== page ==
Downloading safely

All too often, things are downloaded without safety from hosts and mirrors. Here’s a practical guide to know where you stand and improve the situation.

I’ve seen countless example of script, Docker file, etc, that will do something akin to:

wget http://my-url/package (or curl)
install package

For people that don’t understand unix like shell script, that download a package on a HTTP server using a plain text connection, then try to install it.

It’s very likely that if you have some piece of automated machinery or a script, you want this, to download a very specific data (for example a specific version of a compiler).

What can possibly go wrong ?

Pretty much everything:

  • Your query could have been intercepted and modified: you don’t know which server you’re talking to.
  • The data could have tempered on the destination (for example, adding a malware in a .tar.gz)
  • An unauthorized person could have modified the data (e.g. someone manage to do a release but its not the

Can’t I just use a secure transport and be done ?

This is a good idea, but secure transport only secure the transport part.

A secure transport make sure you know that what you are sending and receiving data comes from and go to a specific server without fear of eavedropping and meddling.

But it doesn’t gives you any guarantees that the data has not been changed on the server, e.g. the server was compromised and the package you’re downloading has been tempered.

Signature to the rescue !

Usually using GPG signatures, one can make sure that the data has been released by the correct person/team. For example, the developers in the team release a software signing with their personal keys.

Now, we can detect that data has been released by a specific person (or team), which prevent the data being tempered by third party.

But still not enough: You still rely on something you don’t have any control for your security; the gpg key could have been compromised, or the people owning the key could have been compromised.

Knowing what to expect

A simple technique to represent an arbitrary sized piece of data into a finite fingerprint is based on digest supported by a cryptographic hash function.

More specifically we’re looking for those 2 properties in the algorithm generating the digest in this case:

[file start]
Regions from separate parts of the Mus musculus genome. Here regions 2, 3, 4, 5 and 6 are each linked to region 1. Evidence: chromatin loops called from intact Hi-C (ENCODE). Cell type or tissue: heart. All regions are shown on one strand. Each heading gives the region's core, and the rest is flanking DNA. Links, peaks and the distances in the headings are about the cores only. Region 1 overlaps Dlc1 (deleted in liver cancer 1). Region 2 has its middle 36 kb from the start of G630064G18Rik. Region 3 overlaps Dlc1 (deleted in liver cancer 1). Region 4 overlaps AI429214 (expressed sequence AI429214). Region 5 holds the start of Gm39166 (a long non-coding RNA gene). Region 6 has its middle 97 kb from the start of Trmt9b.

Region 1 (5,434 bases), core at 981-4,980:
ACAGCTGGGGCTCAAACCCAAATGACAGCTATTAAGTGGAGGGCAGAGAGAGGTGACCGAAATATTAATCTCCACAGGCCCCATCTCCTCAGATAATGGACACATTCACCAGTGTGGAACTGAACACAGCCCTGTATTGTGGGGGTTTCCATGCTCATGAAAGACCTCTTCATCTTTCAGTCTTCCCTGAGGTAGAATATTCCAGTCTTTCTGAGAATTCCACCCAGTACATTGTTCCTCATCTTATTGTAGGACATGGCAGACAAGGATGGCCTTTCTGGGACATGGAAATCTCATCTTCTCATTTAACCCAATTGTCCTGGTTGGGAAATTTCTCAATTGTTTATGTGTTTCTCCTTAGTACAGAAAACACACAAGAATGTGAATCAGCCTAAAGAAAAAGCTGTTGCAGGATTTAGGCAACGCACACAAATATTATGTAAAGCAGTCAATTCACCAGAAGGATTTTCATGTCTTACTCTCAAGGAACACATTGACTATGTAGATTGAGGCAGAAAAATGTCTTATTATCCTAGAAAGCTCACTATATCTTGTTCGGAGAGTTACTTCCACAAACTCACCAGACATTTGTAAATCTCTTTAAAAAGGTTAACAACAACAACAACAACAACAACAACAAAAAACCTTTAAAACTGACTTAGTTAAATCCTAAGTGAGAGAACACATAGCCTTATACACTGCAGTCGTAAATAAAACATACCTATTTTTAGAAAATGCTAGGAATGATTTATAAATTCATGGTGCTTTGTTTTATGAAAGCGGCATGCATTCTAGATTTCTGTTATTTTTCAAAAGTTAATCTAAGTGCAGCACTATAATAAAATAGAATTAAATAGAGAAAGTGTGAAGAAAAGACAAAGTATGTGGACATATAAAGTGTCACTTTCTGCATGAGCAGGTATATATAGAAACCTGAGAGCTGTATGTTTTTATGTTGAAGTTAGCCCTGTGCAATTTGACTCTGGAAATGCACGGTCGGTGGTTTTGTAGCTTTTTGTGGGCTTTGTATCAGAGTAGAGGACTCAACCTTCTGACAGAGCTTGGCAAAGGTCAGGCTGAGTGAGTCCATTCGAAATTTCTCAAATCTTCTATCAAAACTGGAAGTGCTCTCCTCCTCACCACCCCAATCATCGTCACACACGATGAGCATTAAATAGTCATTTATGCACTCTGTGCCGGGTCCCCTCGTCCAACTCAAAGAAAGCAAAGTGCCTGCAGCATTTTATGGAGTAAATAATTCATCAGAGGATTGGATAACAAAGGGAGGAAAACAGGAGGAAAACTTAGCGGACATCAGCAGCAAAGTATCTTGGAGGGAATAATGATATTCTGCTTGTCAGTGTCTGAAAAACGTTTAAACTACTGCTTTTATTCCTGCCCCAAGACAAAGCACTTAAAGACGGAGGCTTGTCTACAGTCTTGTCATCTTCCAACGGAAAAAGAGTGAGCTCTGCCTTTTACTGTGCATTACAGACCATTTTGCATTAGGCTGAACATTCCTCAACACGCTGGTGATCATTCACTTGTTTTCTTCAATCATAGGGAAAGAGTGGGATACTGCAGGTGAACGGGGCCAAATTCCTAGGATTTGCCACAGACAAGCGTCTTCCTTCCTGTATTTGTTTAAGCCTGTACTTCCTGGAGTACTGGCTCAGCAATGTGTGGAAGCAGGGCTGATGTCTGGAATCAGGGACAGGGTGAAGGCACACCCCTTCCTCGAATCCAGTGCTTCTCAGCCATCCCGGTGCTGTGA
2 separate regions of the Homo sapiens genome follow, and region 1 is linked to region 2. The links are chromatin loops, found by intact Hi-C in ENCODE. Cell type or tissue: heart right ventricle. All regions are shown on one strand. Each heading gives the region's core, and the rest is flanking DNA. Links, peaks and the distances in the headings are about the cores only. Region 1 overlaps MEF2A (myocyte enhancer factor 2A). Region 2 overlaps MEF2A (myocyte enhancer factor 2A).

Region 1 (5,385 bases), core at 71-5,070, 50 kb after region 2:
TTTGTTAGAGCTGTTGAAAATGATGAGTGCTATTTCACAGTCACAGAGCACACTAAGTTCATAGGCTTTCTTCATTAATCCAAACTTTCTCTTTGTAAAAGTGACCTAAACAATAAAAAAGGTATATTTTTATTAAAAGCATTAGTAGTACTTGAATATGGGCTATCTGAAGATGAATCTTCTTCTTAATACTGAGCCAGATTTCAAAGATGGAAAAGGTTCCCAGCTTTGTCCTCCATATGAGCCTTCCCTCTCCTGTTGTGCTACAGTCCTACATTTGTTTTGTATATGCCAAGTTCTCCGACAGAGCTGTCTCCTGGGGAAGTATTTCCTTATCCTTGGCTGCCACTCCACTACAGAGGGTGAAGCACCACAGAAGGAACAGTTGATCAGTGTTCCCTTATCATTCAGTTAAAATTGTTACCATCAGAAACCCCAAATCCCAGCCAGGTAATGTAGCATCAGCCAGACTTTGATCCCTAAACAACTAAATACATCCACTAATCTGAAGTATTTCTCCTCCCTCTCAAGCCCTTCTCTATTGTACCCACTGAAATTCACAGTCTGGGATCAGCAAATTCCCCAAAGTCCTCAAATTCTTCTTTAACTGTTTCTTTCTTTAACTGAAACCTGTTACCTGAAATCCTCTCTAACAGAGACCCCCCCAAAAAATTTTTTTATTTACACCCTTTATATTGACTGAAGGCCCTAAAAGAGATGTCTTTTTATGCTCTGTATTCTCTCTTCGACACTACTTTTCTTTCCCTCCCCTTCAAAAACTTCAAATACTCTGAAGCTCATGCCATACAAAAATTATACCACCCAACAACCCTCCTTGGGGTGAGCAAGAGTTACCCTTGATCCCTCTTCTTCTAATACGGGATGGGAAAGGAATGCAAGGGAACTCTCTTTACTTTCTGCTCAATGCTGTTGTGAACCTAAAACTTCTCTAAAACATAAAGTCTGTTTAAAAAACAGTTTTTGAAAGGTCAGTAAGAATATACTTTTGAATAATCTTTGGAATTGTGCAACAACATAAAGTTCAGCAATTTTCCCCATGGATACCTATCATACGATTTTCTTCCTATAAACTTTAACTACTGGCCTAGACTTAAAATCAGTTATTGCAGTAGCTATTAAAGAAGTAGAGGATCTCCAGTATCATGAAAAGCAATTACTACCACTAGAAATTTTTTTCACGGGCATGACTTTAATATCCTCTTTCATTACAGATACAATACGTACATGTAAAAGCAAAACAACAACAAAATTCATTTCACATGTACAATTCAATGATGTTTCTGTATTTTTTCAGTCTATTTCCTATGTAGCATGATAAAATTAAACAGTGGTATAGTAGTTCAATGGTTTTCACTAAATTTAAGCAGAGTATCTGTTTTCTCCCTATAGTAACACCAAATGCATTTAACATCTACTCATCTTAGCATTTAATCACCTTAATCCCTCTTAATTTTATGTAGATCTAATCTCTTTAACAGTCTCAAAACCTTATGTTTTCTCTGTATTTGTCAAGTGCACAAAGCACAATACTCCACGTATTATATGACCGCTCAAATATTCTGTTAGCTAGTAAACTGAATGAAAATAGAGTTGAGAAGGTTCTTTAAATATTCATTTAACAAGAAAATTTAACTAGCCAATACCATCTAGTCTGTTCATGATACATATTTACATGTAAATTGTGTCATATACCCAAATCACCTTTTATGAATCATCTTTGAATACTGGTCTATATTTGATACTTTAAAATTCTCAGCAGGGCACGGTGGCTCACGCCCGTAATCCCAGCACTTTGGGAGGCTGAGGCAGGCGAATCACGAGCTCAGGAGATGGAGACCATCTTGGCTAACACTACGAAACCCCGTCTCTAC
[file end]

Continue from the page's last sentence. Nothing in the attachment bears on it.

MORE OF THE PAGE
it is infeasible to modify a message without changing the hash. it is infeasible to find two different messages with the same hash.

By embedding a digest of what you expect to download in your script, you know that no one can modify it without you knowing about it on the other side.

Which means that the security of the transport doesn’t matters anymore, nor that the security of GPG keys of some people (or group), to determine that you have downloaded what you expect.

It doesn’t make anything secure by itself, but it allow you to vet what you install, for example by looking at the source, or sandboxing the app, to see what it does, in a restricted context. Then you only (or your organisation) become in charge of rubber-stamping this specific version with a digest.

Finalizing

To conclude, hashing is one of the most powerful and simple technique to make sure the data has not changed and it is the exact same thing you expect.

Here a short table on the risks related to transport and validation method used:

Validation Method Transport MITM Tempering Author Validated
None Plain Unprotected Possible No
None Secure Protected Possible No
GPG Plain Protected Possible Yes
GPG Secure Protected Possible Yes
Hash Plain Protected Impossible No
Hash Secure Protected Impossible No
Hash+GPG Plain Protected Impossible Yes
Hash+GPG Secure Protected Impossible Yes

Note: it’s assumed that the algorithm used for each specific purpose are perfect regarding to the properties they provide.


posted by Vincent Hanquez on June 30, 2015.

tags download, https, digest, hash.

in technical.